Commonly confused sound-alike words: Vols. I, J, K and L

This installment on word pairs that confound many writers and speakers spans four letters, instead of the usual two. You’re welcome.

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When people mishear or misinterpret similar words, they tend to pass those errors along.

Some are so prevalent that they invariably catch the eyes of alert writers and editors. Others creep stealthily into text, silently snickering as they wait, poised to damage scribes’ credibility.

Be watchful for these lurking menaces:

1. illicit/elicit

Illicit is an adjective meaning, “not allowed by law or social conventions.” Elicit is a verb meaning, “to draw out a reply or reaction.”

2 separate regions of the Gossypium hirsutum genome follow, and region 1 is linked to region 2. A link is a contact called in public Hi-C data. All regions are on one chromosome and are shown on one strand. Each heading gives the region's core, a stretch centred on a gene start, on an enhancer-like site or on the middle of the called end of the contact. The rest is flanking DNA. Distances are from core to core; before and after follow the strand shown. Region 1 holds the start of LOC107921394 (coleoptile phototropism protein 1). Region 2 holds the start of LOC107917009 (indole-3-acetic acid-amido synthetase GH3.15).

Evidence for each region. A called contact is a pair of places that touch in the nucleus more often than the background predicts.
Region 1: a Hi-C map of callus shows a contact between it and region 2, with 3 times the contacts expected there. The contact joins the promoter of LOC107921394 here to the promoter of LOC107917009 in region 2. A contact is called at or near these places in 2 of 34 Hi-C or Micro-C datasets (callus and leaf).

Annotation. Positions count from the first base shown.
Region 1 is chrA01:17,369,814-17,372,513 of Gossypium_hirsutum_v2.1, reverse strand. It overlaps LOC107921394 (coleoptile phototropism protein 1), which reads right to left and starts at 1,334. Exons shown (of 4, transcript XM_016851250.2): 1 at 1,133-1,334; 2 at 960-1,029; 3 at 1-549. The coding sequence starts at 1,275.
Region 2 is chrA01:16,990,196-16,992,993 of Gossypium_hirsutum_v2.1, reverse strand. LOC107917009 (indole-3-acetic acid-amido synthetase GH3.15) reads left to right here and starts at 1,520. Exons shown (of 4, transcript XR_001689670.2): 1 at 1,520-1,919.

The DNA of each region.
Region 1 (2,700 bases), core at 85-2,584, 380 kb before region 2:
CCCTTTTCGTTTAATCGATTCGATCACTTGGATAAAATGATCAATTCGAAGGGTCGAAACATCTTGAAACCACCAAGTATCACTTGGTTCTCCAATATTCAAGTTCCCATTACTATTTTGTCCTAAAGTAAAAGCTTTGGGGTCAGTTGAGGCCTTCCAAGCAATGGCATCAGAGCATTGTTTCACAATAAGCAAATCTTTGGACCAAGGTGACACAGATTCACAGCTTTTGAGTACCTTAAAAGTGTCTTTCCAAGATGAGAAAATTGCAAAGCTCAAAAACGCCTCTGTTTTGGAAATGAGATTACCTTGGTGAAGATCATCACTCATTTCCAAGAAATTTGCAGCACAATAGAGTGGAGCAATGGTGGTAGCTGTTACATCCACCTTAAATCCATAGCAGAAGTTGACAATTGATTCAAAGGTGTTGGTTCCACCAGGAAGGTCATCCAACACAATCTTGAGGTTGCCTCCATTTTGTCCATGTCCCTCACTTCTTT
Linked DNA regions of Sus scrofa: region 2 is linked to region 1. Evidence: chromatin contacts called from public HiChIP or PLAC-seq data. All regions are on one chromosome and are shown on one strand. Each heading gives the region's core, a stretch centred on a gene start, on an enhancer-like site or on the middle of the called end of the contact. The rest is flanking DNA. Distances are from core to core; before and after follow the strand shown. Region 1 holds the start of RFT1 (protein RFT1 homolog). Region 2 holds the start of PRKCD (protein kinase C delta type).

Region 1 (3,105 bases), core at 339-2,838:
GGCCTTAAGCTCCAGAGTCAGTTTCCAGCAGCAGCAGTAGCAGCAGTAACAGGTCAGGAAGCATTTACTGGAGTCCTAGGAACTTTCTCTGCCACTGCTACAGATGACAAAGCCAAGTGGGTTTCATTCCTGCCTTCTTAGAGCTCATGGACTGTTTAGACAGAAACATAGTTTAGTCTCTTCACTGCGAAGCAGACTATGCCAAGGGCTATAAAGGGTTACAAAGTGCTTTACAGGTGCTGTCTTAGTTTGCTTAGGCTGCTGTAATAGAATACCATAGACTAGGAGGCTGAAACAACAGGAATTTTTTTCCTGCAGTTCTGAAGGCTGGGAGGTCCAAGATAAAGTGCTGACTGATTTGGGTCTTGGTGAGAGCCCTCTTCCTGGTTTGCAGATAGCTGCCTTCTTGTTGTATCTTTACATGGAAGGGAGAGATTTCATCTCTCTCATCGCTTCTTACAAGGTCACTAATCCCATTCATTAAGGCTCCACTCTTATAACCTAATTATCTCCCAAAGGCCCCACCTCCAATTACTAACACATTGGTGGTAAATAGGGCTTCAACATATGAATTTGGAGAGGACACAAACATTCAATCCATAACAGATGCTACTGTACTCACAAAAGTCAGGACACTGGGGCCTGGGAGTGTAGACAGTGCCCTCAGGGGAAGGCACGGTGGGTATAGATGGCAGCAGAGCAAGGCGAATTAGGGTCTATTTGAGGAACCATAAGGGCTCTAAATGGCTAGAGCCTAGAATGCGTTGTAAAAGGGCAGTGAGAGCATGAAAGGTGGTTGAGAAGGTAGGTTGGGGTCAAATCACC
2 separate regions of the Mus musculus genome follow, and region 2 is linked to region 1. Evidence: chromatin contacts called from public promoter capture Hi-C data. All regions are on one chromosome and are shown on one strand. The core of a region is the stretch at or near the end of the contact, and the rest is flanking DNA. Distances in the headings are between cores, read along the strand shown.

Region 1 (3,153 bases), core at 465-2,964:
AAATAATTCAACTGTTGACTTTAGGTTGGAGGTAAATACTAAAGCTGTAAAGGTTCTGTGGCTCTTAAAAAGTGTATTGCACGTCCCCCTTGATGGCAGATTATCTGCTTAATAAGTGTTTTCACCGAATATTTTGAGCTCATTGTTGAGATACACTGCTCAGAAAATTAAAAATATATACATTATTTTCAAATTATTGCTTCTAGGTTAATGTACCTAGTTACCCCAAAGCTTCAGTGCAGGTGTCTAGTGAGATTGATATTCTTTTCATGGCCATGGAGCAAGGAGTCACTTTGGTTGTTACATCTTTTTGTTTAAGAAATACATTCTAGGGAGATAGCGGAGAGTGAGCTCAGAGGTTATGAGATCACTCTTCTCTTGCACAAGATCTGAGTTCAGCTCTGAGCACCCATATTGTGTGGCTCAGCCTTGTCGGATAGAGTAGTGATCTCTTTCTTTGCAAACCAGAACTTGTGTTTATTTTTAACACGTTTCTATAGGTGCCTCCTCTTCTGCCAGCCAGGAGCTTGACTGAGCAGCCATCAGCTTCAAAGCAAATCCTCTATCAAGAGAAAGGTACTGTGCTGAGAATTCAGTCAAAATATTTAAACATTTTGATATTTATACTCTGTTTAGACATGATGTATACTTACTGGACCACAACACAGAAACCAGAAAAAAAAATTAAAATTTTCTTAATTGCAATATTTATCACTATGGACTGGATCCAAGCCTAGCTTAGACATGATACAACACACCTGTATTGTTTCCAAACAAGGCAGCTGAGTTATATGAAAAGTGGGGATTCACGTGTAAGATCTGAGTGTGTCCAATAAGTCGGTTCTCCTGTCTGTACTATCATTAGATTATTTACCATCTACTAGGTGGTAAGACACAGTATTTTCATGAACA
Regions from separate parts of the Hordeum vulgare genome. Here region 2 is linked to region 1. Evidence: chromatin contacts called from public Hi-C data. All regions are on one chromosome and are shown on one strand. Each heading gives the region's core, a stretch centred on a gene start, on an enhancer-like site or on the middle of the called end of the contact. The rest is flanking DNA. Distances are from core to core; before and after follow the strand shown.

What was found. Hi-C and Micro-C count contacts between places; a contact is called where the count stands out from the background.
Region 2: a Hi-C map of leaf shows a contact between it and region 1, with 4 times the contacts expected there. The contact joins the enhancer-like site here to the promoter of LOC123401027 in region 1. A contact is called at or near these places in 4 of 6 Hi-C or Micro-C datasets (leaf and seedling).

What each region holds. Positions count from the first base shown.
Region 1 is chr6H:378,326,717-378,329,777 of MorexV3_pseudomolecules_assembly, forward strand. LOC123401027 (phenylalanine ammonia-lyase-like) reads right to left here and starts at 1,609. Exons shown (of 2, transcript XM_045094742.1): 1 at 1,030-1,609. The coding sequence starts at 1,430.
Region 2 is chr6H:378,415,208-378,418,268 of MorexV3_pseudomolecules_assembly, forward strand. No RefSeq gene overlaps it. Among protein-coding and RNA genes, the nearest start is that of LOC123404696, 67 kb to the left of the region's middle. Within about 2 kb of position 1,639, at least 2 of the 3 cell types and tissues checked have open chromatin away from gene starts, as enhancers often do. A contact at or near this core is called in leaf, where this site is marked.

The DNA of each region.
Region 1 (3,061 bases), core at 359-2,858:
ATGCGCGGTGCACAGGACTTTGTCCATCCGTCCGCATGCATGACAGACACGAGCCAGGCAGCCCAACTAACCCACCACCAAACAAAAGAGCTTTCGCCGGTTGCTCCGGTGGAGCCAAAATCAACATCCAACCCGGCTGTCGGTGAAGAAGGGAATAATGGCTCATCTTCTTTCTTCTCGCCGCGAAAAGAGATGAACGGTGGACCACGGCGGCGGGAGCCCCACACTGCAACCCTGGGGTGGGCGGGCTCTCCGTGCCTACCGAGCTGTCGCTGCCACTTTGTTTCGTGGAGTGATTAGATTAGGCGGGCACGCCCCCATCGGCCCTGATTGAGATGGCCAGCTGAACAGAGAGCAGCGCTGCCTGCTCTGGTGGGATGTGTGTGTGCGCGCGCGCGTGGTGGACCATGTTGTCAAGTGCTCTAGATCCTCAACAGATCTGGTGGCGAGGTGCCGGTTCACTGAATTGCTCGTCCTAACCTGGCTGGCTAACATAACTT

2. imply/infer

Increasing numbers of speakers ignore the distinction between these words, but it remains a useful one. Imply is “to suggest indirectly.” Infer is “to draw a conclusion.”

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3. it’s/its

Despite the hundreds, perhaps thousands of explanations to be found on the Web regarding the difference between these two spellings, the mistake of writing it’s for its remains the most common written error of them all.

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